Lou and Sue Heavenrich in one of their favorite spots in Candor, next to the dam near the Village entrance. The couple were just named Candor People of the Year.

Lou and Sue Heavenrich in one of their favorite spots in Candor, next to the dam near the Village entrance. The couple were just named Candor People of the Year. 


Candor Community Services has named Lou and Sue Heavenrich its Candor Citizens of the Year for 2019, and a public reception will be held in their honor on May 5 from 2 to 4 p.m. 

Both Lou and Sue Heavenrich (the couple will be married 37 years in June) have earned the distinction in their own rights, according to a press release issued by Melvin Foster, president of the Candor Community Service Corporation.

Lou Heavenrich has volunteered for the Candor Emergency Squad for 30 years and has served two stints on its board. One of his prouder contributions was being involved as the organization moved out of debt.

“Lou’s commitment to providing emergency medical assistance has made many lives better over the years,” the press release states. 

He has also been a supporter of the Candor St. Baldrick’s event for the nine years of its existence, shaving his head every year to raise money for childhood cancer research and earning the title Knight Commander for his 10 years total of service with St. Baldrick’s. 

In the past he was a volunteer with the Candor Soccer Club and Tioga County Youth Soccer Association.

The Heavenriches met while teaching at the same school in Stowe, VT. They moved to Candor after Lou Heavenrich was transferred to Endicott for a position at IBM.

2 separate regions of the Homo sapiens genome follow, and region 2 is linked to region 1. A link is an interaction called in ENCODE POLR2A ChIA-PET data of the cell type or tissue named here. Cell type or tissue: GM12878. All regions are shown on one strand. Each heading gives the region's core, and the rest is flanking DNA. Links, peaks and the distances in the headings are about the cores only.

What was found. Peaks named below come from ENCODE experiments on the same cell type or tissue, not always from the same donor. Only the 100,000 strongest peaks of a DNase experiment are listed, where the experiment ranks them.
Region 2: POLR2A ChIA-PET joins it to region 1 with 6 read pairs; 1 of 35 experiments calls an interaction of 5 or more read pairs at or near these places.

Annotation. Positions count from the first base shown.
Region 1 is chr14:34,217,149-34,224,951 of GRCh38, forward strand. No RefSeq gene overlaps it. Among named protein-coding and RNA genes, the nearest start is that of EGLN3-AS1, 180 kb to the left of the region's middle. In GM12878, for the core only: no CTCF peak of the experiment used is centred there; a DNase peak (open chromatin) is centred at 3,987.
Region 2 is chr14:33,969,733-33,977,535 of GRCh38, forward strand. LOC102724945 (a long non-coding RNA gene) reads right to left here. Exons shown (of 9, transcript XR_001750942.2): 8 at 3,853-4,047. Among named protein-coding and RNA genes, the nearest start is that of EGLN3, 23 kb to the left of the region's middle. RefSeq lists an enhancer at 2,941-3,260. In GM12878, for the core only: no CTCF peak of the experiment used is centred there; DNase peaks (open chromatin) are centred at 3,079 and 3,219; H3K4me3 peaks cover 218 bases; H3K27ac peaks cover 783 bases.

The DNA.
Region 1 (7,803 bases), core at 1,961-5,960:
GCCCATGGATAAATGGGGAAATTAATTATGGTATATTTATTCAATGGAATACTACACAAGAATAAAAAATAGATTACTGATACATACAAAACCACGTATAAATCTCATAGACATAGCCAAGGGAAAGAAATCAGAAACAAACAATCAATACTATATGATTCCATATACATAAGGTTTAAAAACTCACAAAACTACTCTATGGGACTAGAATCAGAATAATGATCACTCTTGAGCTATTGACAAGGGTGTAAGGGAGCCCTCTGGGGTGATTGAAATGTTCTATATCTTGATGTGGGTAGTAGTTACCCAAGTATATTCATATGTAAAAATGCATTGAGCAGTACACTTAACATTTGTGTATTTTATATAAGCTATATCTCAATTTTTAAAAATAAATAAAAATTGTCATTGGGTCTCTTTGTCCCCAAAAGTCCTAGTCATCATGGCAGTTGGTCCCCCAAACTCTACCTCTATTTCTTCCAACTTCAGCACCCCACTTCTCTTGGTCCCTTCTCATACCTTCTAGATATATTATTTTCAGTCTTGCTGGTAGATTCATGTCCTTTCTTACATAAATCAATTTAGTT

They have two sons who were homeschooled until fifth grade, then attended Candor schools. Sue Heavenrich said she developed a keen curiosity for the natural world while homeschooling her sons, which led to a lifelong exploration of the subject and the publication of multiple books and articles. 

Sue Heavenrich has volunteered many ways at the Candor Free Library, where she was a library trustee for 17 years. She is a blogger and content manager for the library webpage. She has also been involved in the Friends of the Candor Free Library, and this past fall she was elected to serve as a Tioga County trustee on the Finger Lakes Library System board. 

“She was a valuable member of the board and served as the secretary for many years,” said Fran Howe, now-retired longtime Candor Free Library director. 

“She was always a woman full of ideas and enthusiasm for the library and library services,” Howe added, “and she did many volunteer projects working with children.”

Sue Heavenrich has been a passionate proponent of the Tai Chi for Seniors program in Candor; she organized it and has been the instructor for 11 years. Three of her former students are now teaching Tai Chi elsewhere. 

“But probably what has gained her the most notice (or notoriety) is her role as town activist,” the press release states. “For years she has advocated and acted for open government, first amendment exercise, and environmental stewardship, in her occupation as a newspaper writer for several local papers, as well as in her role as an engaged citizen.”

In her latest book, “Diet for a Changing Climate: Food for Thought,” she collaborated with Christy Mihaly to investigate insects and invasive weeds as possible food sources. This book was included by The Nature Generation on its short list for the national Green Earth Book Award 2019. 

“Dandelions are better than kale,” she proclaimed on a sunny morning while sipping tea with her husband at Firehouse Cafe in Candor. The whole first section of the book is dedicated to edible weeds. 

The couple said they chose to stay in Candor simply because it became home to them. 

“It’s our house,” said Sue Heavenrich; when people come up the road and see it, she said, they immediately know why they’re here.

“Sue has a little organic garden,” her husband added. 

In their unique ways, they have both carved out a niche in Candor that no one else could fill, and they plan to continue calling it home.


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